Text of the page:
Double Voting in Nevada

What is a duplicate voter? A duplicate voter is an individual who appears to have voted twice. According to Nevada law, “Any person who votes or attempts to vote twice at the same election is guilty of a category D felony (NRS 293.780)”

With such a serious penalty, it is shocking that 42,284 Nevada voters appear to have voted twice in the 2020 General Election. And yet, this is just one category of fraud uncovered in the thousands of hours spent by our dedicated team.

“How could this possibly happen” you ask?  Without the appropriate investigative authority that belongs to the Secretary of State, the Attorney General, and local District Attorneys, our investigators have merely been able to glean some of the methods that could be used to engage in illegal voting.

One such method may be because the Nevada Department of Motor Vehicles enacted a process for automatic voter registration when drivers do anything from updating their address to getting a new license. A voter with a maiden name, slight name variation between the DMV and the voter record, or even the addition of a middle initial or middle name would then become a second registration.  We know this does not happen to all drivers, but we have reports across Nevada of this very phenomenon.  Due to “errors” and neglect in the data management at the election department, many voters have been in fact registered twice and received more than one ballot at their home address.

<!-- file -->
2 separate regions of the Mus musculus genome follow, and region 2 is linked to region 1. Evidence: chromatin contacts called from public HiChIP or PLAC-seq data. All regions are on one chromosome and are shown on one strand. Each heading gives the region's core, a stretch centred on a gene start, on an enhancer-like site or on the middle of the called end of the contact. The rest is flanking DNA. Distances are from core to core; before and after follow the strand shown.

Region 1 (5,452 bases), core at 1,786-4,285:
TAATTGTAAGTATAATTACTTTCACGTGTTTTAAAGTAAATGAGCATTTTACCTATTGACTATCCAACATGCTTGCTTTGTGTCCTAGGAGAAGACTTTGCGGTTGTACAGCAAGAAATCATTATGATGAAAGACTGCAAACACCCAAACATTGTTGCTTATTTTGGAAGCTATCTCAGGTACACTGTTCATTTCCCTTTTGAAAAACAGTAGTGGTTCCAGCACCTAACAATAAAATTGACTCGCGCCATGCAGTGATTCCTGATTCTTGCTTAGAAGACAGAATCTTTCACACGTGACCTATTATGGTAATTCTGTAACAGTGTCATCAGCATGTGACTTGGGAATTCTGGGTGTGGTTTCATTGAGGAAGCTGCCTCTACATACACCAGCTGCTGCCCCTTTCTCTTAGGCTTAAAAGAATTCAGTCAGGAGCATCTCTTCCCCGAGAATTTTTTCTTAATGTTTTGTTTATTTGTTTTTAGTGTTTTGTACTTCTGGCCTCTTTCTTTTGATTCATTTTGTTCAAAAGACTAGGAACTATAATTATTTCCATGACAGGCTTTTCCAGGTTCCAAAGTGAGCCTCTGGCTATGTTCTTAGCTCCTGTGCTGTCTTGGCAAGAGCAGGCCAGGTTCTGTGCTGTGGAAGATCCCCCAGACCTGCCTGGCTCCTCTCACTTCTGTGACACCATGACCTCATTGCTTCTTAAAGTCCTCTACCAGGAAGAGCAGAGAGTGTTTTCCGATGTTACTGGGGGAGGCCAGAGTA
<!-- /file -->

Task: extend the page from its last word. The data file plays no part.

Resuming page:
How did we identify the 42,284 voters?  Our data scientists compared and analyzed the list of actual voters with other publicly available lists so that we could identify individuals with matching first and last name, address, and birth dates who voted more than once.

What we discovered was that given these matching variables, they would have the same identifying information with a different Voter ID number (assigned at the county level). So while they appear to be the same person based on having matching names, address, and birthdates, for some reason, they were in the county elections system twice — and received multiple ballots.

Does a clerical error give someone the right to have their voice be counted more than everyone else? Most of us, we’d like to think, upon receiving duplicate ballots, would do the right thing, and turn them in or report the error. 42,284 Nevadans appear to have cared more for politics than character.

Read the full data report here.

This is just one example of the reports we fielded after the election: